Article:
It took me a moment to see the first big American Crocodile. Not because it was obstructed or especially well camouflaged by the sun-dabbled background, but because it was so close, my fight-or-flight lizard brain refused to process the giant smiling threat.
We had taken the bus to La Manzanilla with my parents and our friends from Hanacrew to visit the crocodile preserve. And after paying our 5 peso (50 cent) entry fee, we crossed a rickety bridge right into the heart of a swamp. Within a few minutes it was clear that the barrier between the crocodiles and us was token at best (and occasionally non-existent). We were relying on the fact that between a plentiful diet of fish and birds (and the occasional unfortunate dog), and the fact American crocodiles don’t attack people (that often) we’d be safe.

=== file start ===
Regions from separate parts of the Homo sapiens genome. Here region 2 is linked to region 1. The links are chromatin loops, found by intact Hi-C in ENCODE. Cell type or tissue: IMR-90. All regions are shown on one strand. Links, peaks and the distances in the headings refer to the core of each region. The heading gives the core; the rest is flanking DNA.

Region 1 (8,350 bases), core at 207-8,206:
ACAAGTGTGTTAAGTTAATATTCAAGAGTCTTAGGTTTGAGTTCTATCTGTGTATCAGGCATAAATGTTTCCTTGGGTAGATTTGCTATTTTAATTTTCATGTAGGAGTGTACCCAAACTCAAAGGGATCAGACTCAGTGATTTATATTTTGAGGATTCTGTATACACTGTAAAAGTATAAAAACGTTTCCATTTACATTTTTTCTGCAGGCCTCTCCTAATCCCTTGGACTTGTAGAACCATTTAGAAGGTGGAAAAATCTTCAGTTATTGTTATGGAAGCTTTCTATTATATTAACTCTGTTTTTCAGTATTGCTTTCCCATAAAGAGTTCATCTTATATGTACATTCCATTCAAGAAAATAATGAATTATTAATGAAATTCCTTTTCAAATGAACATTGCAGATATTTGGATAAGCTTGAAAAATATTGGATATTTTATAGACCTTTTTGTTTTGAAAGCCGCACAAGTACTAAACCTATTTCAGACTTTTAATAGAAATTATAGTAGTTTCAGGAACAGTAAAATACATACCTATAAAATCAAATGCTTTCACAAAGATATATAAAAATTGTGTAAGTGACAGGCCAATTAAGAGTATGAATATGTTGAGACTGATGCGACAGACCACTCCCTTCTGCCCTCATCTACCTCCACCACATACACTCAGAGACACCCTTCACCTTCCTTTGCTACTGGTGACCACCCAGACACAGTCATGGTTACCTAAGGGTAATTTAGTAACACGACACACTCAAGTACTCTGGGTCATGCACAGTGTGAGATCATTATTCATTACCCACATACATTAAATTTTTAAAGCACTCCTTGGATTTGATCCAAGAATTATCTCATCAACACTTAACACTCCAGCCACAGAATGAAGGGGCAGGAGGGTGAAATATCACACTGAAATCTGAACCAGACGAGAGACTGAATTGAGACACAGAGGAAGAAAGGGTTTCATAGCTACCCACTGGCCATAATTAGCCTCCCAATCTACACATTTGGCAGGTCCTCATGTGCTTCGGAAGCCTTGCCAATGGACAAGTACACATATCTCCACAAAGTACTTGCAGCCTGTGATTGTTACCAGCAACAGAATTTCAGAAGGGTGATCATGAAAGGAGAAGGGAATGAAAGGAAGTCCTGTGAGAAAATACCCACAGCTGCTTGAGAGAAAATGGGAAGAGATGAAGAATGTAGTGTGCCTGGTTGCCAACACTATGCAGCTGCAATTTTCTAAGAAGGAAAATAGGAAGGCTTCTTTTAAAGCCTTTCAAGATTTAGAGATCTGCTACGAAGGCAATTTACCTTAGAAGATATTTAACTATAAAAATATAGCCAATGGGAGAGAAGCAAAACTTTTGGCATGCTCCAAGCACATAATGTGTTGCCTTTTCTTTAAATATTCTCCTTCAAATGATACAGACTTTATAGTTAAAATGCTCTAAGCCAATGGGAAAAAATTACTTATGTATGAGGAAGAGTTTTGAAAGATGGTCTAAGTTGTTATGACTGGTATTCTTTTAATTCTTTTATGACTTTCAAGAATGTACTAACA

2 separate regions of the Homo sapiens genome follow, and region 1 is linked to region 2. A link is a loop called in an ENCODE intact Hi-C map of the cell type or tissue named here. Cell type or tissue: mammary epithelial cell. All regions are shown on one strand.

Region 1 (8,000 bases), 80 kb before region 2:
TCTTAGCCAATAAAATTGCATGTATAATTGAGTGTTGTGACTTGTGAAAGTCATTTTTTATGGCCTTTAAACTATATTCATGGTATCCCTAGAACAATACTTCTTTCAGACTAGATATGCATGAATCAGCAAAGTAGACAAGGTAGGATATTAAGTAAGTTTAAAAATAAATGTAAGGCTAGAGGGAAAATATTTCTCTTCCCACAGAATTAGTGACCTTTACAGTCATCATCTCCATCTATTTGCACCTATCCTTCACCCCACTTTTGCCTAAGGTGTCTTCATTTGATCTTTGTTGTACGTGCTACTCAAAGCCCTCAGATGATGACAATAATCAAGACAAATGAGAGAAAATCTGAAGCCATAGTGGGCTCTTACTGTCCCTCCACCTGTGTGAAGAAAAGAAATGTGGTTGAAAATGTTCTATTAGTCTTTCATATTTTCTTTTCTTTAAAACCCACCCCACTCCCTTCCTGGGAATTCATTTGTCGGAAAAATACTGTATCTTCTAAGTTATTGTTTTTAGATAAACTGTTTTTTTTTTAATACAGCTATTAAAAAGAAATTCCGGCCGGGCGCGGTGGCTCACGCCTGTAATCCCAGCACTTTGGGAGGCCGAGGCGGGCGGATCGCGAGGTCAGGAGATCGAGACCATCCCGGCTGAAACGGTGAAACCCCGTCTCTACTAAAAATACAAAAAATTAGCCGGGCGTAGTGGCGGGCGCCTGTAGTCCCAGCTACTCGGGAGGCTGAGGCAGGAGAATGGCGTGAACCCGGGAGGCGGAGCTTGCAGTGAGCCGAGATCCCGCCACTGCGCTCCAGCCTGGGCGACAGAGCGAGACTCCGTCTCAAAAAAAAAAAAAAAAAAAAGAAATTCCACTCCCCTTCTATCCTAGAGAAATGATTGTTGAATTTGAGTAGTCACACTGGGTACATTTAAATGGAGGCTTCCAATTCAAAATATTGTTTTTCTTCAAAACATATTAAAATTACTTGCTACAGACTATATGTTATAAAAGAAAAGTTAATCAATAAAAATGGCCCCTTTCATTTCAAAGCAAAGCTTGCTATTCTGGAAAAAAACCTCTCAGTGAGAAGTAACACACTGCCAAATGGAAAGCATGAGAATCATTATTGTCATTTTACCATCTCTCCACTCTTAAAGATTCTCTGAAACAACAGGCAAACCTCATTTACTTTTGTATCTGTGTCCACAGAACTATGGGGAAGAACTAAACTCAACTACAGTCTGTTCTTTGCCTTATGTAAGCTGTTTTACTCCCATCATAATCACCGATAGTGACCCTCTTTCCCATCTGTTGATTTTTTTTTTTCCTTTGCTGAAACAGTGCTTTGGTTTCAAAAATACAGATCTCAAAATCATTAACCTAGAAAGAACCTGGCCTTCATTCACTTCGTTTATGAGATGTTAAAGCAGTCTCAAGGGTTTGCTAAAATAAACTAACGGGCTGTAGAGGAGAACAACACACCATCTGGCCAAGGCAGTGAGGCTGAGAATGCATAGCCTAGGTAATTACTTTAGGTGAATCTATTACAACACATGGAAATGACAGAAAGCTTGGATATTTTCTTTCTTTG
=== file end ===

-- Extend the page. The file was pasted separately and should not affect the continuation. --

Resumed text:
Still, when you gaze at one of the huge still forms and it blandly stares back at you, it’s hard to decide whether to move closer (to see if it’s actually alive and breathing) or back up (to get out of range).
The impulse is so strong that my step dad Frank actually reached his arm out toward one of the two-foot-long baby crocs—and then jumped two feet himself when the little croc exploded into motion and hurtled itself back into the water.
Happily Frank still has a hand—but the lesson was observed and appreciated by the kids in our group.